Unlike some other states, Florida has a provision in its law spelling out exactly what happens if a child’s parents make more income each month than what Florida’s Child Support Guidelines list.
Basically, if the parents make over $10,000 a month between the two of them, the law requires that parents contribute a percentage of their income over $10,000 a month to child support. This is in addition to amounts specifically set out in the Guidelines.
In other words, to some extent, child support questions for high-earners differ only in the details. All couples will have their child support calculated under Florida’s Guidelines.
Of course, the amount of support for which each parent is responsible will depend on their income. The higher one’s income, the more support they should expect to pay.
The situations of high-earners can make support calculations difficult
On the other hand, high-earners in the Fort Meyers area frequently are in personal and financial situations that can make it harder for a couple to agree on child support.
For example, many high-earners receive income from sources other than a job, such as investments, business income or income from a family trust.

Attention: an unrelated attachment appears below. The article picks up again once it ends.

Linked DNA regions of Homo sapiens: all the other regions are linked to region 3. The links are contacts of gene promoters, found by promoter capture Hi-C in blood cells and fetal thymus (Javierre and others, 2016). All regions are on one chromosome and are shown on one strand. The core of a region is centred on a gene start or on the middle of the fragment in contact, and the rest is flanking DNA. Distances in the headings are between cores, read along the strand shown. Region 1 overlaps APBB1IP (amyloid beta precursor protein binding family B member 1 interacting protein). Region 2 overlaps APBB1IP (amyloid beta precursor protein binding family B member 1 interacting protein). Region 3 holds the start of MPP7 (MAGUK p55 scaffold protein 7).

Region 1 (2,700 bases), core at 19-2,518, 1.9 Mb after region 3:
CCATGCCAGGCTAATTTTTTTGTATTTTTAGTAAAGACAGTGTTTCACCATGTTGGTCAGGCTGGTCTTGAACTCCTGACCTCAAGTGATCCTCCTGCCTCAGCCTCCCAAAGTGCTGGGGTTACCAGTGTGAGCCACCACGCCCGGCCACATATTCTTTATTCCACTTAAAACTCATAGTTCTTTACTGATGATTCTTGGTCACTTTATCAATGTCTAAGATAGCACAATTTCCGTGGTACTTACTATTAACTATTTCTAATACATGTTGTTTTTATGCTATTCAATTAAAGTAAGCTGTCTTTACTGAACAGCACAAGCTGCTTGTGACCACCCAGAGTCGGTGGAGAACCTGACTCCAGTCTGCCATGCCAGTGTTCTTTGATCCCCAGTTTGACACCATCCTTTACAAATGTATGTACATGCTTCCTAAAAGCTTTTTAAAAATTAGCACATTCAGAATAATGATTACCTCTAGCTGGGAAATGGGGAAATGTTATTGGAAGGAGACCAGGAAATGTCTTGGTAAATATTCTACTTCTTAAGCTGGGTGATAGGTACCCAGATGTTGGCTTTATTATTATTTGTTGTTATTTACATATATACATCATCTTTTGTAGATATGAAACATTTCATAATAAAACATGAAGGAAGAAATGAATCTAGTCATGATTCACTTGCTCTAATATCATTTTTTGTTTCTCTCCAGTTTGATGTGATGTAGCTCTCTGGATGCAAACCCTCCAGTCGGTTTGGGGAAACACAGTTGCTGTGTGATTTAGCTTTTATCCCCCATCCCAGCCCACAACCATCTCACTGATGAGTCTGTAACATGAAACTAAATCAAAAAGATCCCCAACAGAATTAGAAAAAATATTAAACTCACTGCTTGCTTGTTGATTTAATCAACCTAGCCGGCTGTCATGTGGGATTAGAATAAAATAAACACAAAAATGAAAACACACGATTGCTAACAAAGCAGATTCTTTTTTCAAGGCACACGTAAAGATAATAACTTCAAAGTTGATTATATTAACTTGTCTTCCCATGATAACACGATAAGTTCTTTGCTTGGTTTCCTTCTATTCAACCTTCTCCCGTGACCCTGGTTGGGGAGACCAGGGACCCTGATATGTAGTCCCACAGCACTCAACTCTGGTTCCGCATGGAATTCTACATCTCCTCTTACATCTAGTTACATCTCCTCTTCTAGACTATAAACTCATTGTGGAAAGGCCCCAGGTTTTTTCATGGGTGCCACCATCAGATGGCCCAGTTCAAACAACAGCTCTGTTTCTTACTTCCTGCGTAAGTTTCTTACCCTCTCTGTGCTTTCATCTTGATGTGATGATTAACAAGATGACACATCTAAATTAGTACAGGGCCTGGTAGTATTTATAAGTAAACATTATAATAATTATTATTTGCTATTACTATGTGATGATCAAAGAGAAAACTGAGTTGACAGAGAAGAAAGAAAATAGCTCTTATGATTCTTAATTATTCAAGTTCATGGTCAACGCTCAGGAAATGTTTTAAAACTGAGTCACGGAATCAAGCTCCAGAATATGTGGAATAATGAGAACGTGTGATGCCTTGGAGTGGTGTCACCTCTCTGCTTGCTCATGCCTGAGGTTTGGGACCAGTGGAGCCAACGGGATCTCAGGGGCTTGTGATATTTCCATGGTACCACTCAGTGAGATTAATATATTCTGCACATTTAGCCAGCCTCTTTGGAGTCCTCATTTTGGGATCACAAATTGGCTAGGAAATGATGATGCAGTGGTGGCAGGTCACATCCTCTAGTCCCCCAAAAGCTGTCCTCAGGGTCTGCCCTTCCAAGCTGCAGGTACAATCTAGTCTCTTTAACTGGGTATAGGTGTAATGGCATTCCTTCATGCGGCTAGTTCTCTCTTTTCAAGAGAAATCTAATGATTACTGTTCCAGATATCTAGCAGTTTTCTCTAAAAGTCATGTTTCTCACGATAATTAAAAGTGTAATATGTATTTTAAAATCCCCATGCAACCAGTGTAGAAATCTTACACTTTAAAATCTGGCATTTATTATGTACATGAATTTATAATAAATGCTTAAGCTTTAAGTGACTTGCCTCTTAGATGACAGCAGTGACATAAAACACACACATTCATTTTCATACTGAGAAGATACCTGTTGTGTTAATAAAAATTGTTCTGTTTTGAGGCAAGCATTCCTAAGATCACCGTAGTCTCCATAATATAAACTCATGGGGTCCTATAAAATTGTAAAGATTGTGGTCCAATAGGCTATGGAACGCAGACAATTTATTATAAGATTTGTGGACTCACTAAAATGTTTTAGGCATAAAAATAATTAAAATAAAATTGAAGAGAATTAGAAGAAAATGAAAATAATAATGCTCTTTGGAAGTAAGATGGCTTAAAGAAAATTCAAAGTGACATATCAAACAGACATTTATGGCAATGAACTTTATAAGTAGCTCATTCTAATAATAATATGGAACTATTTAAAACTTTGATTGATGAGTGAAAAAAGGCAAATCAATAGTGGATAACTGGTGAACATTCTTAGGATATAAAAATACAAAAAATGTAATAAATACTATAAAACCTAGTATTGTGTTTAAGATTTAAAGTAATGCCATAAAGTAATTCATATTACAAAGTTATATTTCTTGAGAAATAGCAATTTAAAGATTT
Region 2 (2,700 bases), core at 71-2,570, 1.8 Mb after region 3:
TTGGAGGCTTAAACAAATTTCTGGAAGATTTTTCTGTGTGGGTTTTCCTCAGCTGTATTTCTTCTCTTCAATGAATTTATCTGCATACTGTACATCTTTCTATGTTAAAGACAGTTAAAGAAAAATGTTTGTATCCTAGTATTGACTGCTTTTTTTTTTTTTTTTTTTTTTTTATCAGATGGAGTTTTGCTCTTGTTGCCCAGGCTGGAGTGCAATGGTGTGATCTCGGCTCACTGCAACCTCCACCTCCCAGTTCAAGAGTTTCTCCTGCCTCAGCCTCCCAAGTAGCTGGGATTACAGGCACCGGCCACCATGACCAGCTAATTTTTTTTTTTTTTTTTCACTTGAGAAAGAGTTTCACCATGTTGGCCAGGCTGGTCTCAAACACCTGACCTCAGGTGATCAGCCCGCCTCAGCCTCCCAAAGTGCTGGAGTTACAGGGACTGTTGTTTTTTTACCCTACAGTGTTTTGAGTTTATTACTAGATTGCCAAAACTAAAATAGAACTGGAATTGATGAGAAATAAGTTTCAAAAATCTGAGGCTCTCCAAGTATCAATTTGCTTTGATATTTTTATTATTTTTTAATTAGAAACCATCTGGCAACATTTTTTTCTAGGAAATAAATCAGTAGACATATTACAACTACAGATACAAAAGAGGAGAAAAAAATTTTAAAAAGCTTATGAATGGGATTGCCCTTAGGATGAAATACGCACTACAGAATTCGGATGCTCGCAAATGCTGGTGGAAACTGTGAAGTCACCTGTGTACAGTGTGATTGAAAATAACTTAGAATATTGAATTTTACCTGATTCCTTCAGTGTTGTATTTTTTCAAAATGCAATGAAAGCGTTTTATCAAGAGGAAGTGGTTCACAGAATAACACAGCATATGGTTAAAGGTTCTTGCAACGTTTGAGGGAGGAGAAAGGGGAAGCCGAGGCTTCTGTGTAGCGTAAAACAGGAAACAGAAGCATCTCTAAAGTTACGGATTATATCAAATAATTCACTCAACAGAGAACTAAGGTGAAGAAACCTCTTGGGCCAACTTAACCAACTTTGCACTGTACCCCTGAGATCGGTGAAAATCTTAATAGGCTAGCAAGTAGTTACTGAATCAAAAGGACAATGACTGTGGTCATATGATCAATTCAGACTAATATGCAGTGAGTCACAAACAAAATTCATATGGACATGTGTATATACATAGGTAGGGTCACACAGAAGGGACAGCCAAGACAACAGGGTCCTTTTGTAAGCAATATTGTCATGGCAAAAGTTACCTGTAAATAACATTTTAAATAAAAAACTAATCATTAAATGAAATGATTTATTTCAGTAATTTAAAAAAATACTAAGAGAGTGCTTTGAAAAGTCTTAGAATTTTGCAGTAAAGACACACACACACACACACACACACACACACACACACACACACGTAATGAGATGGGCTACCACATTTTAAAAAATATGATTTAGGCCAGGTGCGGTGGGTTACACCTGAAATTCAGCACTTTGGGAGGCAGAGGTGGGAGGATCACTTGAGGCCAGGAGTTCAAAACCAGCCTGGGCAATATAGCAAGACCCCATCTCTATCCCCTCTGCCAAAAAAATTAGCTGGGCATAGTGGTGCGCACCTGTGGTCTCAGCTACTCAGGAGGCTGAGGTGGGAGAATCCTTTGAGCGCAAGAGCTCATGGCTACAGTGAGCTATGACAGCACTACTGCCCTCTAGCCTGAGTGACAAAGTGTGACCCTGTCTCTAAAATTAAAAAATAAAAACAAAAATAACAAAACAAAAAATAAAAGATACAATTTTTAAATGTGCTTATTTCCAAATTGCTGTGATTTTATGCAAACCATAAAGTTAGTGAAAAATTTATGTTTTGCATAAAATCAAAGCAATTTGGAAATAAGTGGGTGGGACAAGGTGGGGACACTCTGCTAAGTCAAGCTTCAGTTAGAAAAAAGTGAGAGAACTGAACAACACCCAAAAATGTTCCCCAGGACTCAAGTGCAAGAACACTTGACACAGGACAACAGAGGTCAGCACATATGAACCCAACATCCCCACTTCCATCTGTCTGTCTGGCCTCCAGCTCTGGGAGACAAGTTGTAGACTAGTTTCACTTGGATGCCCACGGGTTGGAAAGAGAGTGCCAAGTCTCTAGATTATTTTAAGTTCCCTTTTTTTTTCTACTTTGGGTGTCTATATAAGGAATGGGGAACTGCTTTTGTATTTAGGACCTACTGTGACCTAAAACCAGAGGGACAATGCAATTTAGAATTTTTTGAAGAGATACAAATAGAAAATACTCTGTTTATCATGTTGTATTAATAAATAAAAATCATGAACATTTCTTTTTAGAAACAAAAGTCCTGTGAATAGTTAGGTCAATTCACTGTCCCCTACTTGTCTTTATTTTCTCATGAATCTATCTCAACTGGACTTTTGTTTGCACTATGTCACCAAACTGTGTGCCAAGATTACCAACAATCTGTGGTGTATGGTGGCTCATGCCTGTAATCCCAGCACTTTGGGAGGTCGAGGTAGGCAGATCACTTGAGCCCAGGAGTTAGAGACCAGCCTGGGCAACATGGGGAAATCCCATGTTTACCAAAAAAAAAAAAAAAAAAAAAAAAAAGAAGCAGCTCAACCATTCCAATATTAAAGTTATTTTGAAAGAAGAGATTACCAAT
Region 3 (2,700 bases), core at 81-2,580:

While all of these types of income factor into a court’s child support order, they can be more difficult to identify and analyze than a paystub from a parent’s job.
Furthermore, wealthier parents may have made it a point to provide for additional education or other benefits for their children, which other couples may not have been able to afford.
A court may consider some of these expenses when fashioning a child support order, even if it means a parent will wind up paying more than the basic child support amount. Courts rarely want to leave a child in a lower standard of living after a divorce.
A high-earner’s child support will be determined under Florida’ Child Support Guidelines, but they may want to understand whether these Guidelines give them some consideration for their circumstances.